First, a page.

Friday, October 30, 2015

Iguanodon Footprints cast in red mudstone for Fossil Friday

It's been a while since I posted fossil photos for "Fossil Friday", so here are the missing photos that I posted to Facebook over the past few weeks.

Iguanodon Footprints

Although dinosaur footcasts preserved in Wessex Formation sandstones are perhaps more obvious, there are many preserved out in the vividly coloured mudstones too. Infilled footprints can often be found at the boundary (contact) between beds of different colours. This red-infilled footcast was probably made by an Iguanodon.

Wessex Formation, Barremian, Lower Cretaceous, ~130 Ma, Grange Chine, Brighstone foreshore, Isle of Wight, UK.

The three toes of the hindfoot are especially well defined in this footcast.
Here is another in the same horizon, a little more weathered.

This is the exposure itself at Grange Chine (Brighstone foreshore). You can see two red footprints in the foreground.



Ammonites in the lower chalk 

Collecting ammonites from the glauconitic marl with my dad and brother (pictured). Usually you find small Schloenbachia and Mantelliceras, but occasionally the big species turn up. Old Park Hotel, Isle of Wight, UK; Lower Chalk, Cenomanian, ~95 Ma, Upper Cretaceous.

How many ammonites can you see in this picture?

A mammoth day out

Back in the day, I used to run fossil-hunting field trips for armies of ten year olds. This is probably the best thing ever found on my trips: a mammoth tooth. We were actually looking for dinosaur bone in the Wealden, but Letitia brought this up to me and asked what it was, so I then had to explain about the Pleistocene gravels that form the upper 2m or so of the cliffs. This was shortly after we met a man on the beach who had found a lost baby stoat and had it crawling around all over his jacket. The kids were already pretty excited about that, so the mammoth tooth sent them wild!

This was quite a few years ago now. Still better than anything I have found from the Pleistocene.

Some associated pterosaur bones

Some pterosaur bones for #fossilfriday. My dad collected these a few years ago from the Vectis Formation, UK. Pterosaur material is supposedly rare, but turns up fairly regularly if you know what to look for. Collecting pterosaur bones in the UK helped me to identify a few pieces that I have found or helped describe from the Late Cretaceous of the USA. One day I will get round to describing the pterosaur bits we have found in the UK too.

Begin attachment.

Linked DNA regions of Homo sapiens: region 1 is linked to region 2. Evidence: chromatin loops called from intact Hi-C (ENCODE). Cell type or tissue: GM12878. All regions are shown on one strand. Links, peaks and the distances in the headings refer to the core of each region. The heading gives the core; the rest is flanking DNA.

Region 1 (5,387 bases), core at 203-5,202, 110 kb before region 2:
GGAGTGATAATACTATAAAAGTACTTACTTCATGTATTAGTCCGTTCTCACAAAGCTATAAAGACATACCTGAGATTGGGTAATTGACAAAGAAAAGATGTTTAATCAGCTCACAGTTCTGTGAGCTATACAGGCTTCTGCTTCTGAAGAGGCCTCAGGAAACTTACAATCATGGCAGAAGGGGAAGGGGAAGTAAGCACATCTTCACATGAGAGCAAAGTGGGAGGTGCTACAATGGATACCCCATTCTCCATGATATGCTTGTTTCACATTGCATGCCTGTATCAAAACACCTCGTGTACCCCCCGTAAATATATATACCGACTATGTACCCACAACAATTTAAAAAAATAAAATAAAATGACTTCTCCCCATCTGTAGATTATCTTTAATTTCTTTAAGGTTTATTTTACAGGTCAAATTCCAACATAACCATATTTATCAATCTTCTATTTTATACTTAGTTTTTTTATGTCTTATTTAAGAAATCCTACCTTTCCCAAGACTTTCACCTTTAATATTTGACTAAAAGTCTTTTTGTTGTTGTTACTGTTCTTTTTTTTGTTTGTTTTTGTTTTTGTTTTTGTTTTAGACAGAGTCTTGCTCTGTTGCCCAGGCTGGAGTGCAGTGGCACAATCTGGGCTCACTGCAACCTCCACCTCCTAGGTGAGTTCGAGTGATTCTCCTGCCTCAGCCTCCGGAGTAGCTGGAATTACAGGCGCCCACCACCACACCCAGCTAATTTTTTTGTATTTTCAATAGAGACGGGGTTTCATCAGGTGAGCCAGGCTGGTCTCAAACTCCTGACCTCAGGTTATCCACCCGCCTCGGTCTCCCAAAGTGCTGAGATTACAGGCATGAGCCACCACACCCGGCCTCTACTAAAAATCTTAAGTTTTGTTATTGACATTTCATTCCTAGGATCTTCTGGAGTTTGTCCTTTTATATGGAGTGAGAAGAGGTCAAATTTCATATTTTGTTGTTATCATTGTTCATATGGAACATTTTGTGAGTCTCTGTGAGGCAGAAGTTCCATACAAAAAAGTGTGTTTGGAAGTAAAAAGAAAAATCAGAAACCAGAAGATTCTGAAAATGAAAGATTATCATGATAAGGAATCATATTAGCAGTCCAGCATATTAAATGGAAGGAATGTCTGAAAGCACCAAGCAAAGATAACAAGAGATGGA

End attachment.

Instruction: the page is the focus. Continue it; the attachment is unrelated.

Vectis Fm, lower Aptian, Lower Cretaceous, Isle of Wight, UK.

Pterosaur limb bones in coquina (storm bed) dominated by the bivalve Filosina.

Fossil lobster (okay, it's more shrimp-sized...)

A small Meyeria magna lobster, preserved in 3D. These are very attractive little fossils, and quite abundant if the right layer is exposed and you know what you are looking for.

Lower Lobster Bed, Lower Greensand (Aptian), Atherfield, Isle of Wight, UK.

Everyone likes to find fossil crustaceans, especialy when they have fine detail such as the tiny spines on this Meyeria.

Sunday, October 4, 2015

When stegosaurs had smarts

This week, I'm posting scans of a recently acquired postcard.

The postcard dates from around the 1960's, but it features an 1895 poem which regales the hypothesis that an enlarged space in the pelvises of many dinosaurs meant that they might have possessed a second brain. Paleontologists are still interested in the possible function of the swollen spinal canal, but it is no longer considered to have housed a hindbrain.

Anyway, I thought the poem was quite clever, so here it is:

Front of postcard

Reverse of postcard

Another poem, this time from 1885, similarly reflects the Victorian fascination with paleontology. I sometimes wonder what was different about this time in the recent past, when scientific discoveries were so ingrained in the public consciousness that leading newspapers and magazines treated them not only as interesting facts, but as cultural objects of inspiration and humour. The modern media seem concerned only with the frivolous lives of shrill celebrity dimwits, or the opinions of boorish career politicians.

Anyway, I digress. This second (somewhat overlong) poem concerns the enormous eyes of the extinct marine reptile, Ichthyosaurus. I liked it. You should too.

From Punch magazine (1885);

Inspired by these kinds of things, since about 2011 once per field season my paleontology field crew have held a poetry evening, where we attempt to recount our experiences in pithy prose. Maybe if I can find some of the poems I will repost them here... or at least some of those that are repeatable in polite society...

Okay, back to work...

--- edit 6th October ---
I just noticed the implicitly racist "Aryan brain" line in the Ichthyosaurus poem. Apologies if anyone was offended; obviously this is a representation of the kind of discriminatory language and attitudes that were widespread in Victorian society.